There have been times everywhere in the world when some people, strongly adhering to some adopted political stratagem and ideology, feel responsible to rise and make sacrifices to redeem their peoples’ dignity and fundamental liberties from the shackles of bondage or revolted against oppression, against foreign aggression, against the usurpation of their land and more. Many of these groups had to get armed in their struggles; however, some lost the battle, some overcame the opponents, and some laid down the arms and abided by the rules that stood for a new order. It was much because they fought for the cause of their homeland and people and hardly their clamor was tainted with organizational or individual ambitions.
The Ulster Volunteer Force (UVF), for instance, was a loyalist paramilitary group in Northern Ireland formed in 1966 as an armed group from the very beginning and declared war on the IRA, and made note of the fact that they were "heavily armed Protestants dedicated to this cause”.
In the course of its forty-year long armed activities, UVF had been reportedly responsible for the killing of some 550 people. Whatever the cause, it had created a nightmare of terrorism threat that led to its proscription as a terrorist group. Although the group had declared a ceasefire 13 years ago, but since then its members have been blamed for more than 20 murders. However, through an officially issued statement, UVF declared that “as of 12 midnight, Thursday 3 May 2007, the Ulster Volunteer Force and Red Hand Commando will assume a non-military, civilianized, role”.
Transformation from a terrorist to a civilian organization includes measures as stated in the statement: “All recruitment has ceased; military training has ceased; targeting has ceased and all intelligence rendered obsolete; all active service units have been de-activated; all ordinance has been put beyond reach and the IICD instructed accordingly”.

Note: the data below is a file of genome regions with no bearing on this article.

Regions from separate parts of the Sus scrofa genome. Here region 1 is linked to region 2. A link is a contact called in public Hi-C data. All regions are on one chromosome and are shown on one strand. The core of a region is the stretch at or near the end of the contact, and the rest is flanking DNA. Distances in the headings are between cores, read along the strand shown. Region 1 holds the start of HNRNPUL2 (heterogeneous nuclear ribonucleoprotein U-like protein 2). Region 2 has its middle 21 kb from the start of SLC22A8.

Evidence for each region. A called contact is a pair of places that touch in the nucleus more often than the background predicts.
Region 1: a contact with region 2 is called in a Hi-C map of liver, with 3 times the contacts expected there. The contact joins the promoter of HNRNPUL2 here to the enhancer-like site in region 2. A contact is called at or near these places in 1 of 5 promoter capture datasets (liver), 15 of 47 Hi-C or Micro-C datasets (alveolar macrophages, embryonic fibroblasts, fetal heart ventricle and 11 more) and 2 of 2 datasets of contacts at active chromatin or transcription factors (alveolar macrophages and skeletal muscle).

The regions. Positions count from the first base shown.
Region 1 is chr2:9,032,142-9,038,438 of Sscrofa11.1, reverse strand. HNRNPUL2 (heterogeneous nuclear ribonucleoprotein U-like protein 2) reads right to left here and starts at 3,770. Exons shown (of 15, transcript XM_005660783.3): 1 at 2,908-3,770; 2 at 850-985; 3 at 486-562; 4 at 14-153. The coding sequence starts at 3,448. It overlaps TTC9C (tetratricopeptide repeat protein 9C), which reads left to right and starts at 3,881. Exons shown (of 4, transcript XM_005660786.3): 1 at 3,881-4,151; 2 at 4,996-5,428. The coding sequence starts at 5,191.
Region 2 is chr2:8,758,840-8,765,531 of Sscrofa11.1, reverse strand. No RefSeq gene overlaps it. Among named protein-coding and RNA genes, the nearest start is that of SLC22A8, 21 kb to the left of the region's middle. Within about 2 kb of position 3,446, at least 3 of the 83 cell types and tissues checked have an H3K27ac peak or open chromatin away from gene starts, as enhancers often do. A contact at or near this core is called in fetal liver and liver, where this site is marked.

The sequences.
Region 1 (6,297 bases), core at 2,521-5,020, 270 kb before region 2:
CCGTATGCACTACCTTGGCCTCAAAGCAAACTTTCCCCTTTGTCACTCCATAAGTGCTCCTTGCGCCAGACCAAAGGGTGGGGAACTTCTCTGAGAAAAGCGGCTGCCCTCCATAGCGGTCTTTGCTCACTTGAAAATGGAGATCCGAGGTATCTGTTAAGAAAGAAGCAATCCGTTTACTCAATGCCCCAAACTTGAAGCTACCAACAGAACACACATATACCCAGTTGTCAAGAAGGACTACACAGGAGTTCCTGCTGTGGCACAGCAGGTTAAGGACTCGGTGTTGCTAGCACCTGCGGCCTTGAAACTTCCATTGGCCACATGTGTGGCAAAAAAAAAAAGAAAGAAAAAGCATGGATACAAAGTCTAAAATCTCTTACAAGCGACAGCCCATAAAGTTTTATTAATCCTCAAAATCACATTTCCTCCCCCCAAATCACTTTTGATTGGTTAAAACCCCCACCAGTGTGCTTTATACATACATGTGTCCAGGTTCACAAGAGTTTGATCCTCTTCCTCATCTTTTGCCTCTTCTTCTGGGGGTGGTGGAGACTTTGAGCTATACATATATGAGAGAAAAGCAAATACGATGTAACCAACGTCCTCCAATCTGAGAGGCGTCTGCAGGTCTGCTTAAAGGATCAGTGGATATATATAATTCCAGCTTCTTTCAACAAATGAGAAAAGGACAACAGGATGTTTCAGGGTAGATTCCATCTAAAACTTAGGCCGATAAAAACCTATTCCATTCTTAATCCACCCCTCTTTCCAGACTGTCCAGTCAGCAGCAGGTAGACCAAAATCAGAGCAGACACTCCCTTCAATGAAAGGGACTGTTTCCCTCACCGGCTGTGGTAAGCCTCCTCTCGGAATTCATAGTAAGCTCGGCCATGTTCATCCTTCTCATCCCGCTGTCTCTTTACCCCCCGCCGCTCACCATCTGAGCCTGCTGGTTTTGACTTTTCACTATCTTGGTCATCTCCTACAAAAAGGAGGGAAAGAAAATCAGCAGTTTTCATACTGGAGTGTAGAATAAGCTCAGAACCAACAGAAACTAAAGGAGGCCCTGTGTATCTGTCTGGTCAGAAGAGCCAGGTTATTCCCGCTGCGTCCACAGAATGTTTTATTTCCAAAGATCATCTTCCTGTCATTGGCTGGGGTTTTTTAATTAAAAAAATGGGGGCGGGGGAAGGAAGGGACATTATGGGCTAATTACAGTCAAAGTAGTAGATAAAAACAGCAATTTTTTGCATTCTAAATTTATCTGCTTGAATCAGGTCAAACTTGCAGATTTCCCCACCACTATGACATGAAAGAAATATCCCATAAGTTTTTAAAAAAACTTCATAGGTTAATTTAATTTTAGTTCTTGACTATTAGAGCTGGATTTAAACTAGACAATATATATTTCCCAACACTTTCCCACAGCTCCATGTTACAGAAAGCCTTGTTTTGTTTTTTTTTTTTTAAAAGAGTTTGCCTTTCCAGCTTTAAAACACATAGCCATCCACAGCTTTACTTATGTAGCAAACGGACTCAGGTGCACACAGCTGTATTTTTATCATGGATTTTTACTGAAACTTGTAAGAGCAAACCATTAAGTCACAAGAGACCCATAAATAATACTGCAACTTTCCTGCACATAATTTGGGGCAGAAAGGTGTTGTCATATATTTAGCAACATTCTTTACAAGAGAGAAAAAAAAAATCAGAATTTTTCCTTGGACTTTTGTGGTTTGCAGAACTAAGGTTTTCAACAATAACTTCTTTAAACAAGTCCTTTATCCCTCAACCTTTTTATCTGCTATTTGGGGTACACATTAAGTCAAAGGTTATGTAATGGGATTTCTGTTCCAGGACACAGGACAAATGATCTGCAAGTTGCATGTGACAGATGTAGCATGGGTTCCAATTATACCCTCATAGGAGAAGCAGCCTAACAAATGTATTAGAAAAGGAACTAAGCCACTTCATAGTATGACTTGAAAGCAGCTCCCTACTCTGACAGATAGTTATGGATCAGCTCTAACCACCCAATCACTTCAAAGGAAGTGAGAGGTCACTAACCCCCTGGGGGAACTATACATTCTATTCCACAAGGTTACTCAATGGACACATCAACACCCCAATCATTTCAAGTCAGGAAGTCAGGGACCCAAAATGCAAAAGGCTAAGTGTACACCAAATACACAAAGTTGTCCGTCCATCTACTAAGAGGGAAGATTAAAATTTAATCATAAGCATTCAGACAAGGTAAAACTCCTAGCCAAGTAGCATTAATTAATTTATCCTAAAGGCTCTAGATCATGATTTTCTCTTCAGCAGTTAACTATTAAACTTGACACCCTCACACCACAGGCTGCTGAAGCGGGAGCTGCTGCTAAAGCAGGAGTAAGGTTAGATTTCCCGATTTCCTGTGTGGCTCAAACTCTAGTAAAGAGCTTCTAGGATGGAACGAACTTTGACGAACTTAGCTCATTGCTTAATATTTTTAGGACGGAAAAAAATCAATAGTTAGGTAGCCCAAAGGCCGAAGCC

The statement seems to be a sensible recognition of a new political reality that the world is no more a place for armed or violent actions, rather any pro-democratic move is welcomed if the repentant armed groups really mean it.
It is true that the terrorist organizations that for national causes decide to forswear violent campaign and practice of terrorism may be granted the opportunity to accomplish their political demands through peaceful avenues. The groups and organizations that claim to have renounced armed campaign are mostly judged by their actions rather than the words. There are groups that indeed mean what they say and declare it publicly for the world to see and judge. On the contrary, there exist groups that their non-proclaimed but quoted claims of renouncing terrorism corroborate the intention of evading a just judgment rather than adhering to non-violent practices to fulfill the rightful objectives.
Good news as it may seem, MKO stresses that, if not publically and officially declared, it is no more adhering to an armed policy in its struggle against Iranian regime. But the organization totally disregards the fact that those who claim to be supporting the establishment of democracy in a country should first themselves hold onto the principles of democracy. Cunning claims, while the organization’s main military camp is still heavily run and guarded under the same unchanged military disciplines and practical cultic ideologies in Iraqi Camp Ashraf, make the public opinion laugh at the group clearly lying through its teeth. With some 3500 insiders held against their will, in no way the claims correspond with the tenets of democracy the group advertises in the European communities.